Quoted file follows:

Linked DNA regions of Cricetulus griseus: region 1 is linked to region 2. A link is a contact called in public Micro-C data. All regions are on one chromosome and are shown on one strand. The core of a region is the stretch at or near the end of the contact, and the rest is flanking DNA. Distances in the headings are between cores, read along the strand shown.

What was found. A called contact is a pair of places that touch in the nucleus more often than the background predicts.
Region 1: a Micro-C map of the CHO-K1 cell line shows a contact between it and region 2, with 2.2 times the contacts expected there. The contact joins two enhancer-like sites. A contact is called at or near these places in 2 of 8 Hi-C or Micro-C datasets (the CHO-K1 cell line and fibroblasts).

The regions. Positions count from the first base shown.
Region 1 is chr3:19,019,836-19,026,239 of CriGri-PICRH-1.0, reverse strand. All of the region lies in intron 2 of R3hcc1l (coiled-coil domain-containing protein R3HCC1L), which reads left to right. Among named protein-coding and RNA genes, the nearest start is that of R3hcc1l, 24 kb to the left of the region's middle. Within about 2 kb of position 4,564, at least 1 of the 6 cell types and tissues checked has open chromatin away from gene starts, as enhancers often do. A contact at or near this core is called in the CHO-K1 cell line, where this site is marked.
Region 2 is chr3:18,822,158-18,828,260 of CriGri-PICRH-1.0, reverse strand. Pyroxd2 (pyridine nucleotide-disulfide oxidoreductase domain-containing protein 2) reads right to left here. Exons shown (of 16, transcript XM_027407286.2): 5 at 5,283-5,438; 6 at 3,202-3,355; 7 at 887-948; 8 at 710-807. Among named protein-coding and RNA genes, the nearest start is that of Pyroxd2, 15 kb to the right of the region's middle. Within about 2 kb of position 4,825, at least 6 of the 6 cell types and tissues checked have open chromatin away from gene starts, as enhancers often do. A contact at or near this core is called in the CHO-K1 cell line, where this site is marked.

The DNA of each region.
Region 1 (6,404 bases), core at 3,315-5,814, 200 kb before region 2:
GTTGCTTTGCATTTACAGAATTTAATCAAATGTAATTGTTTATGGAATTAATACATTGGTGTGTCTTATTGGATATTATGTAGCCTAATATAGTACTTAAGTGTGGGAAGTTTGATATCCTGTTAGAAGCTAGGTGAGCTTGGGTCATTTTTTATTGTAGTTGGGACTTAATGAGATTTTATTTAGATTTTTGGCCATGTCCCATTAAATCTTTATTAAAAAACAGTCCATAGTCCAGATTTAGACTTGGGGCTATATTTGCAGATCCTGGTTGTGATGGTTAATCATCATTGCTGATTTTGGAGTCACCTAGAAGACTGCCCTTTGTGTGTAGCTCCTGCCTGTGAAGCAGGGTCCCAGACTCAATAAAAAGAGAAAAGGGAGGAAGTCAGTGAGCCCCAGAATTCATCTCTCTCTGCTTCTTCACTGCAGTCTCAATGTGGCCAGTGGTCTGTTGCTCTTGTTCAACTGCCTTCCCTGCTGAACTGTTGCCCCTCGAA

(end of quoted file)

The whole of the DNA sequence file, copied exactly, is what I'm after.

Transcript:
Linked DNA regions of Cricetulus griseus: region 1 is linked to region 2. A link is a contact called in public Micro-C data. All regions are on one chromosome and are shown on one strand. The core of a region is the stretch at or near the end of the contact, and the rest is flanking DNA. Distances in the headings are between cores, read along the strand shown.

What was found. A called contact is a pair of places that touch in the nucleus more often than the background predicts.
Region 1: a Micro-C map of the CHO-K1 cell line shows a contact between it and region 2, with 2.2 times the contacts expected there. The contact joins two enhancer-like sites. A contact is called at or near these places in 2 of 8 Hi-C or Micro-C datasets (the CHO-K1 cell line and fibroblasts).

The regions. Positions count from the first base shown.
Region 1 is chr3:19,019,836-19,026,239 of CriGri-PICRH-1.0, reverse strand. All of the region lies in intron 2 of R3hcc1l (coiled-coil domain-containing protein R3HCC1L), which reads left to right. Among named protein-coding and RNA genes, the nearest start is that of R3hcc1l, 24 kb to the left of the region's middle. Within about 2 kb of position 4,564, at least 1 of the 6 cell types and tissues checked has open chromatin away from gene starts, as enhancers often do. A contact at or near this core is called in the CHO-K1 cell line, where this site is marked.
Region 2 is chr3:18,822,158-18,828,260 of CriGri-PICRH-1.0, reverse strand. Pyroxd2 (pyridine nucleotide-disulfide oxidoreductase domain-containing protein 2) reads right to left here. Exons shown (of 16, transcript XM_027407286.2): 5 at 5,283-5,438; 6 at 3,202-3,355; 7 at 887-948; 8 at 710-807. Among named protein-coding and RNA genes, the nearest start is that of Pyroxd2, 15 kb to the right of the region's middle. Within about 2 kb of position 4,825, at least 6 of the 6 cell types and tissues checked have open chromatin away from gene starts, as enhancers often do. A contact at or near this core is called in the CHO-K1 cell line, where this site is marked.

The DNA of each region.
Region 1 (6,404 bases), core at 3,315-5,814, 200 kb before region 2:
GTTGCTTTGCATTTACAGAATTTAATCAAATGTAATTGTTTATGGAATTAATACATTGGTGTGTCTTATTGGATATTATGTAGCCTAATATAGTACTTAAGTGTGGGAAGTTTGATATCCTGTTAGAAGCTAGGTGAGCTTGGGTCATTTTTTATTGTAGTTGGGACTTAATGAGATTTTATTTAGATTTTTGGCCATGTCCCATTAAATCTTTATTAAAAAACAGTCCATAGTCCAGATTTAGACTTGGGGCTATATTTGCAGATCCTGGTTGTGATGGTTAATCATCATTGCTGATTTTGGAGTCACCTAGAAGACTGCCCTTTGTGTGTAGCTCCTGCCTGTGAAGCAGGGTCCCAGACTCAATAAAAAGAGAAAAGGGAGGAAGTCAGTGAGCCCCAGAATTCATCTCTCTCTGCTTCTTCACTGCAGTCTCAATGTGGCCAGTGGTCTGTTGCTCTTGTTCAACTGCCTTCCCTGCTGAACTGTTGCCCCTCGAA